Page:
March 11, 2008
Testing Britain's heart and head on gay rights
Posted by: Kevin
A European government is about to be tested on how committed it really is to a gay person's most fundamental rights. This test of Britain's Labour government could take on a bigger significance - whether the liberal political and cultural traditions of Europe will truly resist the murderous onslaught of radical Islam when it comes to us gays, or simply throw in the towel.
A 19-year old gay Iranian citizen who was studying English in Britain in 2006 learned that his boyfriend back in Iran had been arrested, charged with sodomy and hanged by Iranian authorities. His family told CNN that they were then visited by police, who were holding an arrest warrant for their young relative. He immediately applied for asylum in Britain, fearing for his life. His claim was denied, and a few days before he expected to be deported back to Iran, he fled Britain in a panic and is now in a Dutch detention center awaiting his fate.
Gay rights activists in Iran, and the British Home Office as well, have said they tried to investigate the gay teenager's claims but were unable to confirm them. The Iranian activists say they did manage to locate the executed boyfriend's family, but none would talk to them.
But the young asylum seeker's family is talking. His uncle lives in Britain and is standing by his nephew forcefully, confirming all the claims that "Mehdi" (not his real name) is making, and adding that the father has "disowned his son for the shame that he has brought on the family."
It should not be any surprise that the claims are hard to confirm. When people are executed for something in gruesome public hangings, why would anyone on the street in Iran dare speak for the accused? But even if Mehdi's story is wholly true or not, the galling part of this story has been what both the Iranian regime and the British government have said in response.
For its part, the Iranian embassy in London told CNN they have "no knowledge" of Mehdi's case, despite its high international media profile. This sounded eerily similar to Iranian President Mahmoud Ahmadinejad's statement last year at Columbia University: "In Iran, we have no homosexuals." Despite boastful public announcements by Iranian authorities (including from an Iranian government minister on a visit to Britain, no less) that gays are being executed in that country "for the crime of homosexuality", and that Iranian human rights activists report that over 4,000 homosexuals have been executed by the Iranian government since the 1979 Islamic revolution, and the chilling photographic evidence [LINK WARNING: Graphic content] of the public hanging of two gay teenagers in 2005, the butchers running Iran shrug and smirk and play dumb, hoping no one will call them on their subhuman beliefs.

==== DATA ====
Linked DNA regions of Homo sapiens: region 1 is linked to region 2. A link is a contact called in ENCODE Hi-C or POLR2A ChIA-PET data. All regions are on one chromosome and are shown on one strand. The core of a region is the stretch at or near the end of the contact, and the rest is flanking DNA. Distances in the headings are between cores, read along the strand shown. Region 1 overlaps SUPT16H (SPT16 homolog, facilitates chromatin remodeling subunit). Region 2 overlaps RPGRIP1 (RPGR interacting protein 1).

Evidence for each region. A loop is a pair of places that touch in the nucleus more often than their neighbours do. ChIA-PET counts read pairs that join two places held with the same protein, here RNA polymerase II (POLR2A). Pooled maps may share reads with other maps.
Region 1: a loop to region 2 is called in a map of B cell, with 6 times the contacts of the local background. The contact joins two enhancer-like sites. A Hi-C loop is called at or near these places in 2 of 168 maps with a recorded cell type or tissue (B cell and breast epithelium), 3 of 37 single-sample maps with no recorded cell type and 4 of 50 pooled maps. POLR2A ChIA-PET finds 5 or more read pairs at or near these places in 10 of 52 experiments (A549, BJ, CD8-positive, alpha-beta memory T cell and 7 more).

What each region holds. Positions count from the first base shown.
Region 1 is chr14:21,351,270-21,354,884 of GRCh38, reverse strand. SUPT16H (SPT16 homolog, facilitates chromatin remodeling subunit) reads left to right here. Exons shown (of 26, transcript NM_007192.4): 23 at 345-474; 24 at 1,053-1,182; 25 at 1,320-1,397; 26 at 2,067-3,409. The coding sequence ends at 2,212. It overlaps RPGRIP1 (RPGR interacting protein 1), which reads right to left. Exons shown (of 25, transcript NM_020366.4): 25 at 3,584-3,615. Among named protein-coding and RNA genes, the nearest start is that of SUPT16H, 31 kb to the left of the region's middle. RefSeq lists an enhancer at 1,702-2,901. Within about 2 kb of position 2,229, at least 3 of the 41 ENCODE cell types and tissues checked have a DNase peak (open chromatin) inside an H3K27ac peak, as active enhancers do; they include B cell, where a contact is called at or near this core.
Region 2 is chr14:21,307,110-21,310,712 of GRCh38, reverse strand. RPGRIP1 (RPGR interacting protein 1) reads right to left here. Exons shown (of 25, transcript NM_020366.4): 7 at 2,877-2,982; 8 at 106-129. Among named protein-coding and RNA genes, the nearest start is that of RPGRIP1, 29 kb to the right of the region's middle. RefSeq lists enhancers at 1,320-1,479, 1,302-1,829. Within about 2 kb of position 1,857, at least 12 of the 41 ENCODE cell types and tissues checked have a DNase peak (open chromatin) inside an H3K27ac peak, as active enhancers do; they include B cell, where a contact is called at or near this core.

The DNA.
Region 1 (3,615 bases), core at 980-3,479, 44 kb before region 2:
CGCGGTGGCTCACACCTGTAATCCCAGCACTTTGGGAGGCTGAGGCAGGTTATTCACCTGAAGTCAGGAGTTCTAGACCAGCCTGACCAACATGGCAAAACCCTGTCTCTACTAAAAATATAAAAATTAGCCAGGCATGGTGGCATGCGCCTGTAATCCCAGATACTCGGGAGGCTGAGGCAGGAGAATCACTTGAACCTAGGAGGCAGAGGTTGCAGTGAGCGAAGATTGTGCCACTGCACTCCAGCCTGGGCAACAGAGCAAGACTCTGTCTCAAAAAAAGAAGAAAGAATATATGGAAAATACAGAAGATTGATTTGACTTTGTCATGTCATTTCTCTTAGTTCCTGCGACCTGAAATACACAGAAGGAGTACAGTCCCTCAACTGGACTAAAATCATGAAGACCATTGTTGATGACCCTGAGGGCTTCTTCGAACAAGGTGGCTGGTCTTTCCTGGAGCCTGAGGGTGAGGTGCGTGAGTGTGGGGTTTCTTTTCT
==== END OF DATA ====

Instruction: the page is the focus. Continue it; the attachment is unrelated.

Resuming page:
But when it comes to flying in the face of overwhelming evidence apart from the Mehdi case, the British Home Office's reaction was even more appalling in its sweep:
"...although homosexuality is illegal in Iran and homosexuals do experience discrimination, [the Home Office] does not believe that homosexuals are routinely persecuted purely for their sexuality."
This official statement read on the air by CNN today is part of an "outrageous and shameful" pattern by the Labour government on gay asylum cases, says British gay activist Peter Tatchell of the group Outrage!, which seems to be rather alone among most European direct-action gay groups in raising the profile of official government persecution of homosexuals in countries which Europe does business with, like Iran and Russia. Tatchell says that the British government is putting the reduction of asylum cases above their merits, and thereby is less likely to look deeply enough into a case like Mehdi's.
Whether the facts around Mehdi's claims are proven true or not -- either with new revelations, or in the form of a photo of Mehdi hanging by his neck in Iran -- there is one very clear, fundamental fact that the British government concedes: homosexuality is a crime. There is another fact that, despite their astounding double-speak, they cannot refute: that crime is being punished with death sentences, and such practices have been staunchly defended by an Iranian official on British soil.
Will the British public, knowing what they know, agree to send Iranian gays back to Iran? If so, it casts a dark pall over that nation's soul at this moment in history.
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